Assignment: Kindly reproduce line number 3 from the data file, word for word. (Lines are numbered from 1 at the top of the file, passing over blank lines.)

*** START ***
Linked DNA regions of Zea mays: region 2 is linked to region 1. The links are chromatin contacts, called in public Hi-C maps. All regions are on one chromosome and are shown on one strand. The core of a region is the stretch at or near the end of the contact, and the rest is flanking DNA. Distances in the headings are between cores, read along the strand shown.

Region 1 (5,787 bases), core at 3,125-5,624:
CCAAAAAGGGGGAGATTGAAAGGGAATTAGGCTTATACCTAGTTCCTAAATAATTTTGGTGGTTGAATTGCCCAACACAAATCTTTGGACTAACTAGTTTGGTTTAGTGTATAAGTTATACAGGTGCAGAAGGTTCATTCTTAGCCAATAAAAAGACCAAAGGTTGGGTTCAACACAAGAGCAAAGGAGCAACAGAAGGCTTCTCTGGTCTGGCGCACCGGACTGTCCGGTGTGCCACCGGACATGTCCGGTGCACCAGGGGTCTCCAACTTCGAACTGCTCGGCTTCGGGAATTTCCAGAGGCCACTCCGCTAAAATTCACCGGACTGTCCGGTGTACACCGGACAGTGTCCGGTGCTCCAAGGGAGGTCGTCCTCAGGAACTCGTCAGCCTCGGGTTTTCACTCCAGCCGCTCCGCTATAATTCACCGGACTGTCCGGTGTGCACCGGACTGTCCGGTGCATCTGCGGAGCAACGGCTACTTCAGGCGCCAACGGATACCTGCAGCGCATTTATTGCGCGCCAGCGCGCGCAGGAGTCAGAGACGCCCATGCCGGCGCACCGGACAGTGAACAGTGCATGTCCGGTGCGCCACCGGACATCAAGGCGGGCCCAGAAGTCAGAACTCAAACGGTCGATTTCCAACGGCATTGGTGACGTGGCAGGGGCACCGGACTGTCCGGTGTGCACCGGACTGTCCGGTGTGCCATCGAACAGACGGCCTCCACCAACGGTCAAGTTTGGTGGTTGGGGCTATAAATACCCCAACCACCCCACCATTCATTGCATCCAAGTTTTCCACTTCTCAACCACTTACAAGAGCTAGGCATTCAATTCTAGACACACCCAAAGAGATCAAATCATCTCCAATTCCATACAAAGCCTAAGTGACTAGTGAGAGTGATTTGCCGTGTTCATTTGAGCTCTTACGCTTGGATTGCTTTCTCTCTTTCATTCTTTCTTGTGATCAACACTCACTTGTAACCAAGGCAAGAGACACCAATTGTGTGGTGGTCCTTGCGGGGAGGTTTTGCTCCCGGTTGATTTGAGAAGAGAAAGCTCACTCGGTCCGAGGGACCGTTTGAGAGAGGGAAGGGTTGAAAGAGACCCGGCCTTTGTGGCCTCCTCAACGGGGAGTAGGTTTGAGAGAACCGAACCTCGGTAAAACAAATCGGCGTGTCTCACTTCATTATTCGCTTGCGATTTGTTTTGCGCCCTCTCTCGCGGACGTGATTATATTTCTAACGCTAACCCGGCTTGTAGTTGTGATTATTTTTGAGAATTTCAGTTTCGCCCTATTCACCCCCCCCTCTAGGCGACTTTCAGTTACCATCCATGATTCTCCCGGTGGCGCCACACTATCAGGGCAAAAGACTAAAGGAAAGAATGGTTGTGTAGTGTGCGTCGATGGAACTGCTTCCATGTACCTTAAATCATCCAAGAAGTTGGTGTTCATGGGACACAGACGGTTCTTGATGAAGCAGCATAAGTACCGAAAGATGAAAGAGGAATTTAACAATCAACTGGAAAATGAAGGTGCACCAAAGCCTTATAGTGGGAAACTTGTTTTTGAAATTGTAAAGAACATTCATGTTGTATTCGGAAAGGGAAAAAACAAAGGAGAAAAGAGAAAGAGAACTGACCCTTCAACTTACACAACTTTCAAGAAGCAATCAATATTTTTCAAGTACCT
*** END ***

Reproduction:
CCAAAAAGGGGGAGATTGAAAGGGAATTAGGCTTATACCTAGTTCCTAAATAATTTTGGTGGTTGAATTGCCCAACACAAATCTTTGGACTAACTAGTTTGGTTTAGTGTATAAGTTATACAGGTGCAGAAGGTTCATTCTTAGCCAATAAAAAGACCAAAGGTTGGGTTCAACACAAGAGCAAAGGAGCAACAGAAGGCTTCTCTGGTCTGGCGCACCGGACTGTCCGGTGTGCCACCGGACATGTCCGGTGCACCAGGGGTCTCCAACTTCGAACTGCTCGGCTTCGGGAATTTCCAGAGGCCACTCCGCTAAAATTCACCGGACTGTCCGGTGTACACCGGACAGTGTCCGGTGCTCCAAGGGAGGTCGTCCTCAGGAACTCGTCAGCCTCGGGTTTTCACTCCAGCCGCTCCGCTATAATTCACCGGACTGTCCGGTGTGCACCGGACTGTCCGGTGCATCTGCGGAGCAACGGCTACTTCAGGCGCCAACGGATACCTGCAGCGCATTTATTGCGCGCCAGCGCGCGCAGGAGTCAGAGACGCCCATGCCGGCGCACCGGACAGTGAACAGTGCATGTCCGGTGCGCCACCGGACATCAAGGCGGGCCCAGAAGTCAGAACTCAAACGGTCGATTTCCAACGGCATTGGTGACGTGGCAGGGGCACCGGACTGTCCGGTGTGCACCGGACTGTCCGGTGTGCCATCGAACAGACGGCCTCCACCAACGGTCAAGTTTGGTGGTTGGGGCTATAAATACCCCAACCACCCCACCATTCATTGCATCCAAGTTTTCCACTTCTCAACCACTTACAAGAGCTAGGCATTCAATTCTAGACACACCCAAAGAGATCAAATCATCTCCAATTCCATACAAAGCCTAAGTGACTAGTGAGAGTGATTTGCCGTGTTCATTTGAGCTCTTACGCTTGGATTGCTTTCTCTCTTTCATTCTTTCTTGTGATCAACACTCACTTGTAACCAAGGCAAGAGACACCAATTGTGTGGTGGTCCTTGCGGGGAGGTTTTGCTCCCGGTTGATTTGAGAAGAGAAAGCTCACTCGGTCCGAGGGACCGTTTGAGAGAGGGAAGGGTTGAAAGAGACCCGGCCTTTGTGGCCTCCTCAACGGGGAGTAGGTTTGAGAGAACCGAACCTCGGTAAAACAAATCGGCGTGTCTCACTTCATTATTCGCTTGCGATTTGTTTTGCGCCCTCTCTCGCGGACGTGATTATATTTCTAACGCTAACCCGGCTTGTAGTTGTGATTATTTTTGAGAATTTCAGTTTCGCCCTATTCACCCCCCCCTCTAGGCGACTTTCAGTTACCATCCATGATTCTCCCGGTGGCGCCACACTATCAGGGCAAAAGACTAAAGGAAAGAATGGTTGTGTAGTGTGCGTCGATGGAACTGCTTCCATGTACCTTAAATCATCCAAGAAGTTGGTGTTCATGGGACACAGACGGTTCTTGATGAAGCAGCATAAGTACCGAAAGATGAAAGAGGAATTTAACAATCAACTGGAAAATGAAGGTGCACCAAAGCCTTATAGTGGGAAACTTGTTTTTGAAATTGTAAAGAACATTCATGTTGTATTCGGAAAGGGAAAAAACAAAGGAGAAAAGAGAAAGAGAACTGACCCTTCAACTTACACAACTTTCAAGAAGCAATCAATATTTTTCAAGTACCT